Surviving the Christmas Cashflow Hangover

By Darren Vardy, Director, SV Partners (NSW South) P/L

Fast forward to February 2019, to a time when Christmas Day has been long forgotten and the New Year has come and gone. January has been slow and spent recovering, or battling your competitors for your slice of the January sales. 

You are sitting down enjoying your morning coffee going through your emails, when you are reminded that your December Business Activity Statement is due in a matter of days. What do you do? Do you: 

  • Add something strong to your coffee?

Or

  • Rest easy knowing that you have the cash to pay for it when it’s due?

As most business owners know, the December Business Activity Statement is often the largest one for the year. This is due to the higher sales that the December quarter generates, which results in a large GST bill and a suitably high pay-as-you-go instalment for the same reason – not to mention the increase in pay-as-you-go withholding as a result of having to take on more staff!!

If you wish to survive the Christmas cash flow hangover, you need to:

  • Have a plan
  • Prepare a cash flow statement
  • Know you will break even.

What’s your plan?

As you approach the busiest time of the year in your business, take a moment to think about what trading is going to be like in the lead up to Christmas, before you rush into increasing your stock and staffing levels. This is an ideal time to review your labour budgets and sales forecasts. 

With the continuing decline in consumer confidence and a reduced household discretionary, will the same levels of stock be required as in previous years? Having too little stock will result in loss of sales, but too much stock will necessitate heavier discounting post-Christmas.

Workforce optimisation calls for a sensitive balance of the right people on board to serve the needs of your customers, while ensuring productivity and profitability. Staffing levels should also be considered and the cost/benefit of having too many or too few determined before a decision is made on what that level should be. For example, will you generate enough revenue from each additional staff member to cover the cost of not only their wage but superannuation, workers’ compensation and pay-as-you-go withholding?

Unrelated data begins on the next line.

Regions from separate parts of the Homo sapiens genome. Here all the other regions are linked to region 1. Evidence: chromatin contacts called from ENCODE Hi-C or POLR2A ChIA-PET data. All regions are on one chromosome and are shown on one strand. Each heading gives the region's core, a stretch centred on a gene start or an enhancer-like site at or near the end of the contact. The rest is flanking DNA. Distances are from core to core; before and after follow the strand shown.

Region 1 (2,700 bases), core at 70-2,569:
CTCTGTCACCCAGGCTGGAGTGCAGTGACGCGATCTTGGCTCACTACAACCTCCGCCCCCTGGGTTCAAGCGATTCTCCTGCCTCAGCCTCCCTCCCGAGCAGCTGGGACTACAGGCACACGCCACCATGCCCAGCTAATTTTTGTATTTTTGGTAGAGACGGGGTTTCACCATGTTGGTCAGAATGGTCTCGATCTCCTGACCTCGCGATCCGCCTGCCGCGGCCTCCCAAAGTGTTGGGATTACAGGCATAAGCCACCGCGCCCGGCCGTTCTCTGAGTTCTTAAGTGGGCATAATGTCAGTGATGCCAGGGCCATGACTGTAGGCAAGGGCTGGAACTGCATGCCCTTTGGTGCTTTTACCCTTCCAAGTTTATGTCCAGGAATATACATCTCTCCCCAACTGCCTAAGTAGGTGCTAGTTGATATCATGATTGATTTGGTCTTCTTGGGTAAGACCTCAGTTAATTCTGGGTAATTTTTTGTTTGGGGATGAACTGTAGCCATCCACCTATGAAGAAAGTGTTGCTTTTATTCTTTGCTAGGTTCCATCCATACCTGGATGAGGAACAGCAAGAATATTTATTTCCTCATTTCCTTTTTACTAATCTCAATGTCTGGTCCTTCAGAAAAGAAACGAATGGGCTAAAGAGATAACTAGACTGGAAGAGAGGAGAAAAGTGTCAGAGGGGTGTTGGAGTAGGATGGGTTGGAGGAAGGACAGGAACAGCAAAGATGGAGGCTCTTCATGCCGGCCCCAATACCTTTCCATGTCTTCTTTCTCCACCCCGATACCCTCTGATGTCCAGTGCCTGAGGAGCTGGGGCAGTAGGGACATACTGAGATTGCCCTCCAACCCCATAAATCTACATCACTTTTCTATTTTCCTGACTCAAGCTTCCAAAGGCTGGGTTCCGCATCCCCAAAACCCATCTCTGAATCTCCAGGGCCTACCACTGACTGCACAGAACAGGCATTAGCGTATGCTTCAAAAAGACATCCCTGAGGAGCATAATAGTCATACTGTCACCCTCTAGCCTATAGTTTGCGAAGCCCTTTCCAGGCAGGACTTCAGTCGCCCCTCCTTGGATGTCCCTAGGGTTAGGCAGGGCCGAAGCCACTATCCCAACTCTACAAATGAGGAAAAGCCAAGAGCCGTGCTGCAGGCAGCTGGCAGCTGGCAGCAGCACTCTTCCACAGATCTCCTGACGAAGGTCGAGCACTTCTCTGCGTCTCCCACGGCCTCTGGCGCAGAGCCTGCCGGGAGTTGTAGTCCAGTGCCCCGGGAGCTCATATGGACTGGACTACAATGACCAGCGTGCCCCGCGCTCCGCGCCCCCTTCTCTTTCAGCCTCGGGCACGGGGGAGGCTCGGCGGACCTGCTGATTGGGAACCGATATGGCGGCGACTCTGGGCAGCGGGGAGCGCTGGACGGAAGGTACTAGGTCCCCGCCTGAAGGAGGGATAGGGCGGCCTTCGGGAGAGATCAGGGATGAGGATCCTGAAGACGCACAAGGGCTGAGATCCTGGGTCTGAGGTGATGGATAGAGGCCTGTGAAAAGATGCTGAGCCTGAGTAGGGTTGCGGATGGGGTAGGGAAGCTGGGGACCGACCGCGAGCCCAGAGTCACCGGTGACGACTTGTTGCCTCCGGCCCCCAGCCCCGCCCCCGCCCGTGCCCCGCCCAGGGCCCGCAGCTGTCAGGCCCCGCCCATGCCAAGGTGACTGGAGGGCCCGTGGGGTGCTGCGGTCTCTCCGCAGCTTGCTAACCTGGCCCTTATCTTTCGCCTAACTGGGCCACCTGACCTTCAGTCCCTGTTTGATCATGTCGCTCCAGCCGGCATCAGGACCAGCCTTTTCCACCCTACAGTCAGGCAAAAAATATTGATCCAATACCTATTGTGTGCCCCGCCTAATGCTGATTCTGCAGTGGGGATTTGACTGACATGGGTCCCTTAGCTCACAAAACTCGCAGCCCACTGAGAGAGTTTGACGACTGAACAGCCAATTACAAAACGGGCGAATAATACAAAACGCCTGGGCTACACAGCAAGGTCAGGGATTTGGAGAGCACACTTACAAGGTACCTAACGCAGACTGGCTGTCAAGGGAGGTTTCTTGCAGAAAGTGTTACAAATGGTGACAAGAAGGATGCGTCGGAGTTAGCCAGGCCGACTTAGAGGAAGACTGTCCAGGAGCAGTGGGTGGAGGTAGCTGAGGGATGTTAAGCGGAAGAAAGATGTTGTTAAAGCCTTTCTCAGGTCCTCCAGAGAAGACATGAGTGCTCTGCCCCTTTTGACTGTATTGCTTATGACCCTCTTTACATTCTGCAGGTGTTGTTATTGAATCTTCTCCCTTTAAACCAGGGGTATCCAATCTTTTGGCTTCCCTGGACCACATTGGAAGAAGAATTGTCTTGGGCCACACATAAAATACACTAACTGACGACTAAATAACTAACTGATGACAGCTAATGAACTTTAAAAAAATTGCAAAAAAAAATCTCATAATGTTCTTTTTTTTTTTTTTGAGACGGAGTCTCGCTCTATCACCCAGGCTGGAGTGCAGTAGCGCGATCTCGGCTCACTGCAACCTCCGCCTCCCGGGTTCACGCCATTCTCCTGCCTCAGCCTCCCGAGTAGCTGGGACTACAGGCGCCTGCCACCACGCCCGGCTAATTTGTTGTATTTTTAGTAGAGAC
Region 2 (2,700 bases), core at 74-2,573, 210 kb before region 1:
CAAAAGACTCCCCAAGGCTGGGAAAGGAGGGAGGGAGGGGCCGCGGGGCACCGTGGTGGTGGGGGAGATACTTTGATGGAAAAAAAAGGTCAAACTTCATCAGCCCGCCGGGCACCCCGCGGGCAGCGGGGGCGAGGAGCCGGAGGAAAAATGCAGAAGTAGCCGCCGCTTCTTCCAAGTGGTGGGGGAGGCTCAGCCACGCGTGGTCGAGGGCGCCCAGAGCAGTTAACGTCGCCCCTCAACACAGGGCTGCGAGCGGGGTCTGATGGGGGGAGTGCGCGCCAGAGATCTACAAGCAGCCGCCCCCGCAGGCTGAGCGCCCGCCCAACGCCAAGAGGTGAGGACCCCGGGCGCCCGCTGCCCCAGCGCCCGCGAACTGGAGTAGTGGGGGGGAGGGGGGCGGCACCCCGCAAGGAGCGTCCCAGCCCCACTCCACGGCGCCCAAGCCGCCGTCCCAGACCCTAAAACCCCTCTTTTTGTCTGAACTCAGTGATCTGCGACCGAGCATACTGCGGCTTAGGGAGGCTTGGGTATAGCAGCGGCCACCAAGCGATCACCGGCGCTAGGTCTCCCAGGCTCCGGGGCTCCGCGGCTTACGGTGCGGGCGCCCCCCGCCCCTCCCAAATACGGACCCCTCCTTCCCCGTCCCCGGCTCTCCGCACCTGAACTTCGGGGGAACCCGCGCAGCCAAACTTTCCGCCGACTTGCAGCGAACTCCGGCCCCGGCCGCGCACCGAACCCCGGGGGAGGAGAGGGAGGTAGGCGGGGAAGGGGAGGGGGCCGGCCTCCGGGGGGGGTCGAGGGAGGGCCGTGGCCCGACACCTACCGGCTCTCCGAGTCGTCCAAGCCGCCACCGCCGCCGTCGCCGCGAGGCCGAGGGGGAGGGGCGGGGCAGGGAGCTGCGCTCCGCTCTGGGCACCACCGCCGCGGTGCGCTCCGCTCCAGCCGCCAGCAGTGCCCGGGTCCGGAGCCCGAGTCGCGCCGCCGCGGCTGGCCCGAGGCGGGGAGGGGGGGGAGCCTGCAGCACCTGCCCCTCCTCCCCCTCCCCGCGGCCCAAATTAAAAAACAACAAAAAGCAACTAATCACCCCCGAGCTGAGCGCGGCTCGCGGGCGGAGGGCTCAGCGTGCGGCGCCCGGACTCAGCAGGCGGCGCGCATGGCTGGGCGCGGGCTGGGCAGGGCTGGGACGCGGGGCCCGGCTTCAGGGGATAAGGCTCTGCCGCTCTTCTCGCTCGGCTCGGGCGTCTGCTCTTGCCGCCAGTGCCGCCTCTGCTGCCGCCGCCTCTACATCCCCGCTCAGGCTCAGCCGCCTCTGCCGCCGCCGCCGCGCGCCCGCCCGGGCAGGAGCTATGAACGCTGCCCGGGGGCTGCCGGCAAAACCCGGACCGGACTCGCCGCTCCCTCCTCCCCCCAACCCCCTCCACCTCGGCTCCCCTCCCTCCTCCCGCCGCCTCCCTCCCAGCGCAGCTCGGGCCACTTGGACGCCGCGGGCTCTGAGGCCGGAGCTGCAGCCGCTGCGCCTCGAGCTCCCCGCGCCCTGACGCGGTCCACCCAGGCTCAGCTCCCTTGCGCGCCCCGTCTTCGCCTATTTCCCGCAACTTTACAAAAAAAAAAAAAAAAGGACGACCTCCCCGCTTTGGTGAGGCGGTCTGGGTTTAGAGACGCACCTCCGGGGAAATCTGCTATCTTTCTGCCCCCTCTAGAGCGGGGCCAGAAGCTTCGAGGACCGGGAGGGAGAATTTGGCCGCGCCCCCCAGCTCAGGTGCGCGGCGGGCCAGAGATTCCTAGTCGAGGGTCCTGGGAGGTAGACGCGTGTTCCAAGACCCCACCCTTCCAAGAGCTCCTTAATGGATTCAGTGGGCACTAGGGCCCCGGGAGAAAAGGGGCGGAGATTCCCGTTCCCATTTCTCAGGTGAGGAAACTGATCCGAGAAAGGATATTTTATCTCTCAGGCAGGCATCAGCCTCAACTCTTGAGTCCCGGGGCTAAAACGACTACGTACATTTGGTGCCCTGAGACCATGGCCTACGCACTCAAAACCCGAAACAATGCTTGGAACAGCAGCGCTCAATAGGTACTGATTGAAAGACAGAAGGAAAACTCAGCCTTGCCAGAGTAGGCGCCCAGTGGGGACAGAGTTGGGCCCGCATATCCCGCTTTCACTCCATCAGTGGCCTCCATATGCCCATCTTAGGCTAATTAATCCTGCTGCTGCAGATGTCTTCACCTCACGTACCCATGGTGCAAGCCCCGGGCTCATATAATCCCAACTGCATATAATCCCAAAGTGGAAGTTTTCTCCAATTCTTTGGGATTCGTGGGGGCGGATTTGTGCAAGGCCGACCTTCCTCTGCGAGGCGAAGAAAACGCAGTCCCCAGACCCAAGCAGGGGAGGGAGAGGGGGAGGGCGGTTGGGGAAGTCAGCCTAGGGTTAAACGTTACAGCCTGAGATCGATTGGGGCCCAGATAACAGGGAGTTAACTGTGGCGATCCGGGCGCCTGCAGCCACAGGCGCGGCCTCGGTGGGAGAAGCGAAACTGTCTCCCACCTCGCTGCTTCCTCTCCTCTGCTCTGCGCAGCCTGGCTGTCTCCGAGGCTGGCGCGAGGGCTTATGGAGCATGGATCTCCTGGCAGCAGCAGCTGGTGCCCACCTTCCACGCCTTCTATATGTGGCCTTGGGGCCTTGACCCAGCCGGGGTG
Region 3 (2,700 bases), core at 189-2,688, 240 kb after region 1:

Will you have enough cash?

A critical element of any plan involving your business is a cash flow forecast. A cash flow forecast estimates the amount and timing of cash coming into and leaving your bank account. Knowing the time of expected cash inflows and outflows will help you make the important decisions around stock turn and staff levels, as well as ensure that you will have enough money leftover in February 2019 to pay for the dreaded December quarter Business Activity Statement.

What is your breakeven point?

Your breakeven point is the level of sales that equals variable costs (for example, trading stock) plus your fixed overheads. This is the most important number in your business and should be the key figure you use to determine the viability of your business. If you are unsure of how to calculate this figure, ask your accountant for assistance.

By knowing the breakeven point, you can easily determine what level you can discount any excess Christmas stock, should the need arise, and help avoid selling stock at a loss. 

The essential element in making sure your plan succeeds is keeping track of your actual progress against what you had expected. As trading conditions change, you may need to adjust your plan. Good luck in surviving the hangover!

About Darren Vardy

Darren is the director and owner of SV Partners (NSW South) Pty Ltd (insolvency services business) and Insolvency Options Pty Ltd (consulting business). With over 28 years’ experience specialising in insolvency, business turnaround and strategic management services, Darren provides business owners with extensive knowledge across all aspects of a business.

If you would like more advice on how to survive the Christmas Cash Flow hangover, please contact Darren on 1300 INSOLVENCY (1300 467 658).

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